Feeding the City

Feeding the City: Work and Food Culture of the Mumbai Dabbawalas

Sara Roncaglia
Copyright Date: 2013
Published by: Open Book Publishers
Pages: 232
https://www.jstor.org/stable/j.ctt5vjtm6
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  • Book Info
    Feeding the City
    Book Description:

    Every day in Mumbai 5,000 dabbawalas (literally translated as "those who carry boxes") distribute a staggering 200,000 home-cooked lunchboxes to the city’s workers and students. Giving employment and status to thousands of largely illiterate villagers from Mumbai's hinterland, this co-operative has been in operation since the late nineteenth century. It provides one of the most efficient delivery networks in the world: only one lunch in six million goes astray. Feeding the City is an ethnographic study of the fascinating inner workings of Mumbai's dabbawalas. Cultural anthropologist Sara Roncaglia explains how they cater to the various dietary requirements of a diverse and increasingly global city, where the preparation and consumption of food is pervaded with religious and cultural significance. Developing the idea of "gastrosemantics" – a language with which to discuss the broader implications of cooking and eating – Roncaglia's study helps us to rethink our relationship to food at a local and global level. The publication of this book is financed by the generous support of interested readers and organisations, who made donations using the crowd-funding website unglue.it

    eISBN: 978-1-909254-02-2
    Subjects: Anthropology, Business

Table of Contents

  1. Front Matter
    (pp. i-iv)
  2. Table of Contents
    (pp. v-vi)
  3. Acknowledgements
    (pp. vii-viii)
  4. Preface
    (pp. ix-xii)
    Pier Giorgio Solinas
  5. Introduction
    (pp. xiii-xvi)

    This book is an ethnographic analysis of a local workers cooperative in Mumbai: the Nutan Mumbai Tiffin Box Suppliers Charity Trust (NMTBSCT). This enterprise employs up to 5,000dabbawalas, who have been delivering 200,000 lunch-dabbasdaily to students, office workers and factory workers since the end of the nineteenth century.¹ Adabba, also known as a “tiffin”, is a specially designed circular steel box made up of three separate sections that fit together to form a cylinder of about 20 cm in height. These food containers are commonly used by Mumbaikars (the inhabitants of Mumbai) to carry their lunch, which...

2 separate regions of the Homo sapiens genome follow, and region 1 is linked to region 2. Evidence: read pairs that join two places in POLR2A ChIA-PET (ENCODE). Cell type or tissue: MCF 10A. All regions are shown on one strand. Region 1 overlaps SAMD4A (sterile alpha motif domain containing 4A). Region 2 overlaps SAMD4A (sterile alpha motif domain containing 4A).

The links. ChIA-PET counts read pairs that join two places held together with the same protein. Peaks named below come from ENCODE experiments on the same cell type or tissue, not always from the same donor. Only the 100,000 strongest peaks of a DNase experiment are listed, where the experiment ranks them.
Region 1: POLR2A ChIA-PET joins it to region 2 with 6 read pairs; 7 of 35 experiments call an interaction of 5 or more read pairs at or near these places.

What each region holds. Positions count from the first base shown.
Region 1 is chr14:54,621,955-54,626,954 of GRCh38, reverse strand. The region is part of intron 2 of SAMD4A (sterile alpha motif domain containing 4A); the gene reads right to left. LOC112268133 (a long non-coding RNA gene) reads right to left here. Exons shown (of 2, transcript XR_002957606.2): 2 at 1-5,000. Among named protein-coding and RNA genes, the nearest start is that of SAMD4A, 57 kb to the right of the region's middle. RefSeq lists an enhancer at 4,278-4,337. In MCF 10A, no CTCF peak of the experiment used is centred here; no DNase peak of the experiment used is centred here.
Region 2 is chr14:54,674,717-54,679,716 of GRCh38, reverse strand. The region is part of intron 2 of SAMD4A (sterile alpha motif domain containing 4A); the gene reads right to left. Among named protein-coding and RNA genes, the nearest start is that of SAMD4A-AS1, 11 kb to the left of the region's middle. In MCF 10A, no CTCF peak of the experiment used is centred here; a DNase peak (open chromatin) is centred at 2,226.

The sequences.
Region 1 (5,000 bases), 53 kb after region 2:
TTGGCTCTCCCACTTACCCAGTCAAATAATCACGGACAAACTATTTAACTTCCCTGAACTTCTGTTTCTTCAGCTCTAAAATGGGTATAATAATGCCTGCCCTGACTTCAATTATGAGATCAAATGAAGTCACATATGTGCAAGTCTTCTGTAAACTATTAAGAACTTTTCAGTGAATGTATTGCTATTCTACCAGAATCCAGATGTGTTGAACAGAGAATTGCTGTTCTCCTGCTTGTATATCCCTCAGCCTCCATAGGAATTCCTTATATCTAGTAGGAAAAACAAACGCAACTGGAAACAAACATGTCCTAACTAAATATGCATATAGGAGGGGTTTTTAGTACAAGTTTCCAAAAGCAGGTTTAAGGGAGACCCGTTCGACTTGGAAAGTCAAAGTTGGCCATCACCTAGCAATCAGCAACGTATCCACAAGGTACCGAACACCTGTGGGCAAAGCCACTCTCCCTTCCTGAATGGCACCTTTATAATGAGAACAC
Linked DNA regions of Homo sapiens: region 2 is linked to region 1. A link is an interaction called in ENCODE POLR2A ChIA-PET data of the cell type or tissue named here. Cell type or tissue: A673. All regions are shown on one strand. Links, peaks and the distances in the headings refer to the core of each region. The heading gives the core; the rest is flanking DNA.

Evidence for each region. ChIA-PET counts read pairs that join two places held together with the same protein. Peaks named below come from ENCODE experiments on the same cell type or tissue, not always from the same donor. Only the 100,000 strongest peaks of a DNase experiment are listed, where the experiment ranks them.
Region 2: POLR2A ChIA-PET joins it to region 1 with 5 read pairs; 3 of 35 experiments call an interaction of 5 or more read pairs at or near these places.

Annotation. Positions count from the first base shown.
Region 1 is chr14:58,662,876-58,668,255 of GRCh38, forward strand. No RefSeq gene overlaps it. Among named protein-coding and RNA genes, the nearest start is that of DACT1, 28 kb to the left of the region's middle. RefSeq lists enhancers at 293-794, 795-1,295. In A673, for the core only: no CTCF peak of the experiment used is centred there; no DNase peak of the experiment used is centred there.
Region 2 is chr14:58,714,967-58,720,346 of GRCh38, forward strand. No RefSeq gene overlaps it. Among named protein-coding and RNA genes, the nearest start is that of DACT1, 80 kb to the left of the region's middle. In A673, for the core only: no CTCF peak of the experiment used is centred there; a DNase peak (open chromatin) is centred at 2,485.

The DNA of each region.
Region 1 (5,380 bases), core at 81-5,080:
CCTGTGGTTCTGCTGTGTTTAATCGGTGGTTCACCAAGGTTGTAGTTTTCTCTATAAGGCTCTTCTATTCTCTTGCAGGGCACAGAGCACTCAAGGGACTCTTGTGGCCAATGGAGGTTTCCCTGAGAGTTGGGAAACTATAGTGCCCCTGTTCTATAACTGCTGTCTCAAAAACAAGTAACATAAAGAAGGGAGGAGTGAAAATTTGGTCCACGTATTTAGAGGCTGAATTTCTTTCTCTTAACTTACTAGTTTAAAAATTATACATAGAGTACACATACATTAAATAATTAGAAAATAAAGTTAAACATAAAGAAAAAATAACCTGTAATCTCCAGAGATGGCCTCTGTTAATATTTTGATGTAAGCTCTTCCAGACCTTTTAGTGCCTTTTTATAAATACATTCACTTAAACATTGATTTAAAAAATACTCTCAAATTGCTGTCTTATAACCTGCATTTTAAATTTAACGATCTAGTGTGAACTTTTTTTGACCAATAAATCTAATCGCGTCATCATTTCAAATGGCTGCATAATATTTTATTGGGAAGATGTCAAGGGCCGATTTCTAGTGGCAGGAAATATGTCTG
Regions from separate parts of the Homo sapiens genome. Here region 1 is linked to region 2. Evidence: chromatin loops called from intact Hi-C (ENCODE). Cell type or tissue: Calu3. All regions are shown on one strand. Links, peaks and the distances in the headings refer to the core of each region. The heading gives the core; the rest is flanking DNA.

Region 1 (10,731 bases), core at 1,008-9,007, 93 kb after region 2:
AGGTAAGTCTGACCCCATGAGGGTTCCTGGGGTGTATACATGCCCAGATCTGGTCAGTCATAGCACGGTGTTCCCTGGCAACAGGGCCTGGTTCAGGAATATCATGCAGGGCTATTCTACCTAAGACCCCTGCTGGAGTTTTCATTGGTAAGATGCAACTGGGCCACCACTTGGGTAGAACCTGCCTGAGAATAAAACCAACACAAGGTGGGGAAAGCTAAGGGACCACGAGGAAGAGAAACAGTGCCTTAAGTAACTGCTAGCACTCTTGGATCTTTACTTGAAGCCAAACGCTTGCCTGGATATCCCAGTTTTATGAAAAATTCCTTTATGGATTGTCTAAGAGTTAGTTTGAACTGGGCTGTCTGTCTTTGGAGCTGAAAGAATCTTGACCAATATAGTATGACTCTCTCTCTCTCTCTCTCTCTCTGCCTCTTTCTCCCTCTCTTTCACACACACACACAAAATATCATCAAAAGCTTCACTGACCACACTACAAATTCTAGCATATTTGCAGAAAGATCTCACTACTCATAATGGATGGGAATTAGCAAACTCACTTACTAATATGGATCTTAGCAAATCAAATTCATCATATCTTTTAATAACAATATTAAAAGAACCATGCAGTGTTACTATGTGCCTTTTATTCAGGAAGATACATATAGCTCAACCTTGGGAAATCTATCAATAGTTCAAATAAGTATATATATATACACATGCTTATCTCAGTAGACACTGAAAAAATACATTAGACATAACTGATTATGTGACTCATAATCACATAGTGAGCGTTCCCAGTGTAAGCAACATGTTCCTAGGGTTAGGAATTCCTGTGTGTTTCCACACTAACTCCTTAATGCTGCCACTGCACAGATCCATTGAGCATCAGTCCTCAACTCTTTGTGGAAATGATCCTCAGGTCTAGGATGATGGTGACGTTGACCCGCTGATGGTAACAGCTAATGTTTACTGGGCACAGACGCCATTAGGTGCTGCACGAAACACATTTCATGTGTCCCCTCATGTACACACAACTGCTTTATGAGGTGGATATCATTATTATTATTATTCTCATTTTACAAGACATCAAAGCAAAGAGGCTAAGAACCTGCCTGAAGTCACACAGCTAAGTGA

6. 1. Bombay-Mumbai and the Dabbawalas: Origin and Development of a Parallel Economy
    (pp. 1-36)

    Midday in Mumbai: teeming traffic besieges the city, lines of cars creep forward at a snail’s pace, people walk in the road, buses swerve into their bays for a split second, rickshaws and taxis veer into every tiny space, while placid cows browse amongst all kinds of garbage. Hooting horns and chaos. Lunchtime is coming up for most civil servants, office workers, and school children. Nearly two hundred thousand people are waiting for theirdabbawalas, who arrive promptly with the tiffins they have to deliver.²

    Dabbasmake a long trip every day to reach the people expecting them: a journey...

  7. 2. Dabbawala Ethics in Transition
    (pp. 37-86)

    They may be old or great, rich or poor, but they’re all human beings. We have compassion for all human beings, we regard them with love. We distribute food to everyone we meet. We must help everyone. We protect our neighbours. If you have much, then give to the poor. God also gave life to the poor. Do not set them aside. God will give them something good. Everyone has feelings in their minds. Everyone should earn together and share. Eat together, putting things together, living together.

    — Raghunath Medge

    The tiffin delivery network is not only supported by a...

  8. 3. Nutan Mumbai Tiffin Box Suppliers Charity Trust: The Shaping of Dabbawala Relations
    (pp. 87-118)

    After the initial rudimentary cooperative was set up in 1954, the Nutan Mumbai Tiffin Box Suppliers Charity Trust (NMTBSCT) was registered with that name in 1984. The name was developed to include all the elements that characterise the work of thedabbawalas: the city where tiffin delivery is offered; the organisation’s specific role as a distribution network; and its establishment as a charity trust, reflecting its social commitment to sponsoring various non-profit projects.¹

    An executive committee of thirteen permanent members sits at the highest level of the NMTBSCT, and it is responsible for defining and fine-tuning the overalldabbatransport...

  9. Conclusions: Tastes and Cultures
    (pp. 119-154)

    The littledabbasthat travel daily through the crowded streets of Mumbai can be thought of as narrative devices that describe the cultures of the city.² They are also a gauge of the transformations at play in urban food supply and acculturation that have always characterised Mumbai—amasalaof ingredients, flavours and commensality. As ethnographic research has taught so successfully and as Homi K. Bhabha has pointed out, “It is in the emergence of the interstices—the overlap and displacement of domains of difference—that the intersubjective and collective experiences of […] or cultural value are negotiated”.³ Thedabba...

  10. Appendix: Theory and Practice for an Ethnography of Diversities
    (pp. 155-180)
  11. Glossary
    (pp. 181-192)
  12. Select Bibliography
    (pp. 193-208)
  13. Index
    (pp. 209-214)
  14. Back Matter
    (pp. 215-219)